Last week Haiming, Kelsey and I presented about assistive technology. I truly enjoyed exploring this topic. As a teacher, I find that it is always productive to dig deeper into these topics so you can begin to do an inventory of what you are already doing in your classroom as well as what areas can you continue to work on improving in your teaching practice.
My understanding of assistive technology before researching this topic was that technology that was assistive was ‘high tech assistive technology’. I was surprised when doing my research that there is actually a very large range of assistive technology ranging from ‘no tech all the way up to high tech’. This helped me realize that I was, in fact, using more assistive technology than I ever imagined.
For most of my career, I have spent my time teaching in an early elementary setting so many of the no-tech and low tech assistive technologies are ones that I was familiar with. I have used many of them for different students for a variety of reasons, without knowing that these are actually known as assistive technologies. I feel that these are adaptations that many teachers use often without fully realizing that they are using them as assistive technologies. I feel that most teachers are constantly working to create a Universal Design Learning Environment which is an environment that is aimed to allow each student to successfully navigate their learning physical environment as well as the curriculum. As teachers, we generally naturally make these adaptations without consciously thinking how this would fall under the use of assistive technology.
This year I have a student in my classroom who is non-verbal and has been working on increasing his language as well as his communication. It has been a great experience to work with him and learn alongside his Educational Assistant on how to use appropriate assistive technology in order to communicate and support his language. I have been able to see the progression that a young student works through in order to build towards using a high tech communication assistive technology. Currently, my student primarily uses a low tech velcro picture communication board. This board allows teachers as well as the student to move pictures around to create simple communicative phrases. We have been using this to demonstrate what the student is to be doing now as well as what he will be doing next. This allows him to understand what the expectations are currently and moving forward.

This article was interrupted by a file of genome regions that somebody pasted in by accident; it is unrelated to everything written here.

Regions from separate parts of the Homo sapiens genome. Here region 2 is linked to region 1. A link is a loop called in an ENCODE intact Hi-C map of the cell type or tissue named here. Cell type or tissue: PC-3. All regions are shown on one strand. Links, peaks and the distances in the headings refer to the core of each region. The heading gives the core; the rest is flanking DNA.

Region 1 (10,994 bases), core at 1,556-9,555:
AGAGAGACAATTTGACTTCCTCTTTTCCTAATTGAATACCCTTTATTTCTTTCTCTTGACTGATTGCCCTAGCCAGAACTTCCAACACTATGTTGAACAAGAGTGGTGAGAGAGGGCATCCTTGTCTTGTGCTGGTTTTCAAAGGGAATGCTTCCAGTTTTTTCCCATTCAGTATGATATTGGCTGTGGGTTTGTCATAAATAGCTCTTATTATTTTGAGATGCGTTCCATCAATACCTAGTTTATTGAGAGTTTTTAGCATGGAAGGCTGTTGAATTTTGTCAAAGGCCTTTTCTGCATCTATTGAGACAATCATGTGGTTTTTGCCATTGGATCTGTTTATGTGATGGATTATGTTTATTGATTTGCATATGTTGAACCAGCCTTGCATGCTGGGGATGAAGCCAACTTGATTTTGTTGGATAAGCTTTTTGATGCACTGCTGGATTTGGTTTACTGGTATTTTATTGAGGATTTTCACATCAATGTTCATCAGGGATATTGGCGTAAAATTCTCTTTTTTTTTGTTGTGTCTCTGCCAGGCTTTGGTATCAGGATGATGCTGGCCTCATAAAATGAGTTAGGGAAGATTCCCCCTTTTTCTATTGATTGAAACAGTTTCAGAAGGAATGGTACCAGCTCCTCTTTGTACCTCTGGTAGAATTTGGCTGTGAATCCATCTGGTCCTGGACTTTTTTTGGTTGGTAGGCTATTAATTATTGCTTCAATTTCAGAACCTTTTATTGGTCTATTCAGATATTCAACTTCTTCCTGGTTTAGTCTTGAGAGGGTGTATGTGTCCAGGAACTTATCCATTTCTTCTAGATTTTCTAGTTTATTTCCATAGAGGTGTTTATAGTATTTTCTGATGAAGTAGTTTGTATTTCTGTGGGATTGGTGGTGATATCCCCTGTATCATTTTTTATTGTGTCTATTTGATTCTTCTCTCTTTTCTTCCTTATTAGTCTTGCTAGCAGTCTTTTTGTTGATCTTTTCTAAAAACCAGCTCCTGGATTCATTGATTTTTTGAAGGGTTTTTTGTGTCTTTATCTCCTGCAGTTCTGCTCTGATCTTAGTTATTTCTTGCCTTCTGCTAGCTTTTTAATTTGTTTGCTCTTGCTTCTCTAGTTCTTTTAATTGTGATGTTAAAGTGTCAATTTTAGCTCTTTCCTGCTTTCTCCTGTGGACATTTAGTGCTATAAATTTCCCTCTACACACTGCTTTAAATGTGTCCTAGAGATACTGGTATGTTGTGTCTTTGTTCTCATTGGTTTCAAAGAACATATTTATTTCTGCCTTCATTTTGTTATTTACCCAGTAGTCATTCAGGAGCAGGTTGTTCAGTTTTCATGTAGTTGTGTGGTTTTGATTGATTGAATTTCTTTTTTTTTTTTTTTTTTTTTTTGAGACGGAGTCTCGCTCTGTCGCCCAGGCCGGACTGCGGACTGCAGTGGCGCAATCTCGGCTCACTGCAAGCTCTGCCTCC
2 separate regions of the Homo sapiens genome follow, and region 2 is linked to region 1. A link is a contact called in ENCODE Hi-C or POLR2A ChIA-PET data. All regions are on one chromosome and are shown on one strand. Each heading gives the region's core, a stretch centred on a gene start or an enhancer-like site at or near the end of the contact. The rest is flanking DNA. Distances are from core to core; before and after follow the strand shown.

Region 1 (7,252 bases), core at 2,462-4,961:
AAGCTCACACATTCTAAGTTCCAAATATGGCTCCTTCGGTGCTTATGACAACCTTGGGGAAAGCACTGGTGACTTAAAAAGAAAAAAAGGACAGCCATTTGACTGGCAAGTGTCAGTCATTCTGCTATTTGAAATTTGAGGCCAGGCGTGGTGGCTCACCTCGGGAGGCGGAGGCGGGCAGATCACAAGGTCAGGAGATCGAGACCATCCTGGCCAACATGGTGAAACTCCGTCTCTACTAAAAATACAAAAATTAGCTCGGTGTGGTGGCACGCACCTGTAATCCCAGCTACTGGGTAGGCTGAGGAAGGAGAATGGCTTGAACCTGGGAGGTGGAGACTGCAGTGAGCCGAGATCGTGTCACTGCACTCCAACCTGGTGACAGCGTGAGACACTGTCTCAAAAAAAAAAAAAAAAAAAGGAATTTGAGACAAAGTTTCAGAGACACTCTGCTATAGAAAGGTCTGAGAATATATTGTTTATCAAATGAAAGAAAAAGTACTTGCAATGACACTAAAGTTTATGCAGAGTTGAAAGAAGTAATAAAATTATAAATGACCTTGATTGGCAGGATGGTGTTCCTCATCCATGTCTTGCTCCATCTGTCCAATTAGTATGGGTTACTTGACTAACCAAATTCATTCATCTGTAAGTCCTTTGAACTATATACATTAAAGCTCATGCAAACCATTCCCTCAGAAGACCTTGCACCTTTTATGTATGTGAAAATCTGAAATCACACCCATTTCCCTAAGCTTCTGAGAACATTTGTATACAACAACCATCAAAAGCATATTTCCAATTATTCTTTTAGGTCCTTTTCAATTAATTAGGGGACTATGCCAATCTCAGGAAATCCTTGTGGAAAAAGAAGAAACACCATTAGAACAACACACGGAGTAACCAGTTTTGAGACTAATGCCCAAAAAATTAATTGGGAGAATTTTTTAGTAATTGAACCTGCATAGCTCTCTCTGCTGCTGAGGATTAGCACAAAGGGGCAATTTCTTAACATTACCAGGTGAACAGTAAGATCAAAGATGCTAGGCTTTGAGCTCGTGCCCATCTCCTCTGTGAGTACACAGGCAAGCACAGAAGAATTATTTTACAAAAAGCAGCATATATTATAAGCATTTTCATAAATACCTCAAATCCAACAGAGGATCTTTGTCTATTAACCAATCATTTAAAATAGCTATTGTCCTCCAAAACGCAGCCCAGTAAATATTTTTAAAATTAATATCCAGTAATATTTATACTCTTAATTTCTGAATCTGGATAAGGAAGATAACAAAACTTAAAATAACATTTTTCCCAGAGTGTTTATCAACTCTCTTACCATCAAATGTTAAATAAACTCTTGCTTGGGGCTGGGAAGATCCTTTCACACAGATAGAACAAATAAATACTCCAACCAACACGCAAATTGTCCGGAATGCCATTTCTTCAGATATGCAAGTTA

Another low tech assistive technology that we have been using to assist this student is the use of social stories. Social stories are:
stories are used to teach communal skills through the use of precise and sequential information about everyday events that your child may find difficult or confusing, thus preventing further anxiety on the part of your child
These stories are written with a specific purpose of teaching a child a specific behavior pattern. Using photographs and descriptive language allows these children to see the expectations of what the appropriate behavior is. This allows them to visually see what is expected of them as well as what is going to happen when they are in a new or unknown situation. This has proven to be a beneficial assistive technology as it helps students confidently step into a new situation with confidence. These stories aid to Universal Design for Learning as it allows them to be included and a part of new situations that they may not have been able to participate in without this understanding.
As students get older and more experience with no tech communication boards the next step is for them to begin to learn how to use and navigate a high tech communication assistive technology options. My student is beginning to learn how to use a program on his Ipad to help with his communication. The program that my student is currently learning to use is called ‘Go Talk’. Programs such as go talk are great for students as it allows them to verbalize their needs and wants. Moving forward we are going to build in time throughout our day where he is able to use ‘Go Talk’ to participate in our classroom discussions and activities. This will allow him to be an active participant and will also allow him to communicate with his peers. The following video shows how the program ‘Go Talk’ assist students in the classroom.